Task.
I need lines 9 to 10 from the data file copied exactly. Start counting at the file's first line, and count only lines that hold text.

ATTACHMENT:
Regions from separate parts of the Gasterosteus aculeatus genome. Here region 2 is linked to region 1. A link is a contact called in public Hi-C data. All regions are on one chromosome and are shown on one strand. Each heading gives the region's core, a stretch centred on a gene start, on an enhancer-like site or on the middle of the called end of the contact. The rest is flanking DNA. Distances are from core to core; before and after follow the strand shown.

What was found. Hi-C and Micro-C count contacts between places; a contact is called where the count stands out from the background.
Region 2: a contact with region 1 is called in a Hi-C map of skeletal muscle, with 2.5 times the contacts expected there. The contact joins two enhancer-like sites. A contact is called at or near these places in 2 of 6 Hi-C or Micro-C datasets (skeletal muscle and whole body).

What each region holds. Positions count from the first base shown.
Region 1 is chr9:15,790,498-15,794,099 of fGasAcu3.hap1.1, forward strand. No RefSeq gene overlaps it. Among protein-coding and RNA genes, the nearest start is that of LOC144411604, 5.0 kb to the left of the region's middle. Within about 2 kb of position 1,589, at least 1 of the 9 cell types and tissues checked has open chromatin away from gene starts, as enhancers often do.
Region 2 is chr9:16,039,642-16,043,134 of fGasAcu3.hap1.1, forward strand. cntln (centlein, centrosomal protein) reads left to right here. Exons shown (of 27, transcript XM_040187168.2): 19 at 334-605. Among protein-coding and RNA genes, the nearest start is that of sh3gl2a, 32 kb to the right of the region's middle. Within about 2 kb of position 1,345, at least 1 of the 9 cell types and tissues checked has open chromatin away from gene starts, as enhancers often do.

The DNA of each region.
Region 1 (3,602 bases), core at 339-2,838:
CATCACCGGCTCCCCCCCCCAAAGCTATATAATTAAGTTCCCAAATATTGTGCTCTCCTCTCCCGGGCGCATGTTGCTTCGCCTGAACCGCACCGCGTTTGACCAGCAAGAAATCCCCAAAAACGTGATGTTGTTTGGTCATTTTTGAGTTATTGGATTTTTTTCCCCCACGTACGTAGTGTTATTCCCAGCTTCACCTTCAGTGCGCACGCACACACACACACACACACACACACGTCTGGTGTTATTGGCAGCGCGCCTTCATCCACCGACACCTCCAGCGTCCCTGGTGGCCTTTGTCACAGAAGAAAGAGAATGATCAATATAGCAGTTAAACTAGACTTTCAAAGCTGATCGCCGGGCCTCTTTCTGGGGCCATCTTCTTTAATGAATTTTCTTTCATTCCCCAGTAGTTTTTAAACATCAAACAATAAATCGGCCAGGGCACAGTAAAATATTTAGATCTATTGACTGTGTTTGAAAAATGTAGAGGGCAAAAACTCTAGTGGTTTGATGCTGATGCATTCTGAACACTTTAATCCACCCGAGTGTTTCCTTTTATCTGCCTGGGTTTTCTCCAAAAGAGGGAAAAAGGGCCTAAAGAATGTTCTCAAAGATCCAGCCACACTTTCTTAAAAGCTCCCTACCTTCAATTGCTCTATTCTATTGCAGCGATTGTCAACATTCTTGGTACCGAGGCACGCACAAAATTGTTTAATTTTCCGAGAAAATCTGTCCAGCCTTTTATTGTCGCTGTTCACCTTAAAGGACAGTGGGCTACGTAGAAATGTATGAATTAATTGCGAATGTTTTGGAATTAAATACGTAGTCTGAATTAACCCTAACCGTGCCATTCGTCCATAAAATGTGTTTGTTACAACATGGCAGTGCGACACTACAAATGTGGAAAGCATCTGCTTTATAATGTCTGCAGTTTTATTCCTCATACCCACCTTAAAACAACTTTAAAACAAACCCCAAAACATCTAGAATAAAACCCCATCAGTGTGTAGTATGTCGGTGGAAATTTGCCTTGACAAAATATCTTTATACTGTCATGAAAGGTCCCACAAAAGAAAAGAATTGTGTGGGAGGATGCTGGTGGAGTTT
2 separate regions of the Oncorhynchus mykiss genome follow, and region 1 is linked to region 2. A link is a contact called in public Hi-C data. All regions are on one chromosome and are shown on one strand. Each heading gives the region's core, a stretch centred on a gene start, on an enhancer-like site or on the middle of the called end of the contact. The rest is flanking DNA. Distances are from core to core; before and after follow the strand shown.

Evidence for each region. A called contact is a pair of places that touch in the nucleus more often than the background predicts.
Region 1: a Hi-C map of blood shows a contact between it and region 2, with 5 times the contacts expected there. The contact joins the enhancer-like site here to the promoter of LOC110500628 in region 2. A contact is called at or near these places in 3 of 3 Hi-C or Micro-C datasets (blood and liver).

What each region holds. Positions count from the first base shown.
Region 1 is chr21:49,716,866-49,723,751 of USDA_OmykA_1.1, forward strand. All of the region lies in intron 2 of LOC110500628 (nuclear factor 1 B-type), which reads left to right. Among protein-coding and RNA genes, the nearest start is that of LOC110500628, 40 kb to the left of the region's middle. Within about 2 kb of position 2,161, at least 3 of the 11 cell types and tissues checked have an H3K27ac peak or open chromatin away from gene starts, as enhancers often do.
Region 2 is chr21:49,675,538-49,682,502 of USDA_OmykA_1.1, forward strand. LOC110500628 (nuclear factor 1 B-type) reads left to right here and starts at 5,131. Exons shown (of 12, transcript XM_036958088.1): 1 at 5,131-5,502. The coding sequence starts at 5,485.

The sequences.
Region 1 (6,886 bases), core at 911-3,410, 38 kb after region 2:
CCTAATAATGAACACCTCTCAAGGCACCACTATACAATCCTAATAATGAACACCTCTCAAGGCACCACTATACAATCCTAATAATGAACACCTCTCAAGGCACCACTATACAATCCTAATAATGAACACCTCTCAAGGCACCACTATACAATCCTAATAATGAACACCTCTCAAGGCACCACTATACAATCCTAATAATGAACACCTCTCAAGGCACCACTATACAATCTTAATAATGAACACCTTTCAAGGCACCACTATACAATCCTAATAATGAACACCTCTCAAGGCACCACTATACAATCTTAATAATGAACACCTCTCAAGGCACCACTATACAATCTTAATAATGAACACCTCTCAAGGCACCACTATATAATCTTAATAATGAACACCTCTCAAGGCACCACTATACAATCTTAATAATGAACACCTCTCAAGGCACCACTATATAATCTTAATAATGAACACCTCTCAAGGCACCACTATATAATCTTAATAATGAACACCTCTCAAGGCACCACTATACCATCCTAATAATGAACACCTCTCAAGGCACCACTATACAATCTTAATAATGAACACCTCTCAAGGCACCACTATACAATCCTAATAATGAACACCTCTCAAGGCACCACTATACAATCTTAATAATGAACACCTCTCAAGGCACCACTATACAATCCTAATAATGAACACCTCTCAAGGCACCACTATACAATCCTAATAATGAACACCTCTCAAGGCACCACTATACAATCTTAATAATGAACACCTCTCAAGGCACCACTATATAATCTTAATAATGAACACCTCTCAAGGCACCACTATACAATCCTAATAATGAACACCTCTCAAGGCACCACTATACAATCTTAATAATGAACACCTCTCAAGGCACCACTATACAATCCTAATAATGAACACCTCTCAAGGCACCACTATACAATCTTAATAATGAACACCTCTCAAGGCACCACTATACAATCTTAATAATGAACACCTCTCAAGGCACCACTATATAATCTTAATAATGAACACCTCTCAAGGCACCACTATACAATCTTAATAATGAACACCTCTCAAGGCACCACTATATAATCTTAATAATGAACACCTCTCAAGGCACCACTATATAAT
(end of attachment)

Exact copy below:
CATCACCGGCTCCCCCCCCCAAAGCTATATAATTAAGTTCCCAAATATTGTGCTCTCCTCTCCCGGGCGCATGTTGCTTCGCCTGAACCGCACCGCGTTTGACCAGCAAGAAATCCCCAAAAACGTGATGTTGTTTGGTCATTTTTGAGTTATTGGATTTTTTTCCCCCACGTACGTAGTGTTATTCCCAGCTTCACCTTCAGTGCGCACGCACACACACACACACACACACACACGTCTGGTGTTATTGGCAGCGCGCCTTCATCCACCGACACCTCCAGCGTCCCTGGTGGCCTTTGTCACAGAAGAAAGAGAATGATCAATATAGCAGTTAAACTAGACTTTCAAAGCTGATCGCCGGGCCTCTTTCTGGGGCCATCTTCTTTAATGAATTTTCTTTCATTCCCCAGTAGTTTTTAAACATCAAACAATAAATCGGCCAGGGCACAGTAAAATATTTAGATCTATTGACTGTGTTTGAAAAATGTAGAGGGCAAAAACTCTAGTGGTTTGATGCTGATGCATTCTGAACACTTTAATCCACCCGAGTGTTTCCTTTTATCTGCCTGGGTTTTCTCCAAAAGAGGGAAAAAGGGCCTAAAGAATGTTCTCAAAGATCCAGCCACACTTTCTTAAAAGCTCCCTACCTTCAATTGCTCTATTCTATTGCAGCGATTGTCAACATTCTTGGTACCGAGGCACGCACAAAATTGTTTAATTTTCCGAGAAAATCTGTCCAGCCTTTTATTGTCGCTGTTCACCTTAAAGGACAGTGGGCTACGTAGAAATGTATGAATTAATTGCGAATGTTTTGGAATTAAATACGTAGTCTGAATTAACCCTAACCGTGCCATTCGTCCATAAAATGTGTTTGTTACAACATGGCAGTGCGACACTACAAATGTGGAAAGCATCTGCTTTATAATGTCTGCAGTTTTATTCCTCATACCCACCTTAAAACAACTTTAAAACAAACCCCAAAACATCTAGAATAAAACCCCATCAGTGTGTAGTATGTCGGTGGAAATTTGCCTTGACAAAATATCTTTATACTGTCATGAAAGGTCCCACAAAAGAAAAGAATTGTGTGGGAGGATGCTGGTGGAGTTT
2 separate regions of the Oncorhynchus mykiss genome follow, and region 1 is linked to region 2. A link is a contact called in public Hi-C data. All regions are on one chromosome and are shown on one strand. Each heading gives the region's core, a stretch centred on a gene start, on an enhancer-like site or on the middle of the called end of the contact. The rest is flanking DNA. Distances are from core to core; before and after follow the strand shown.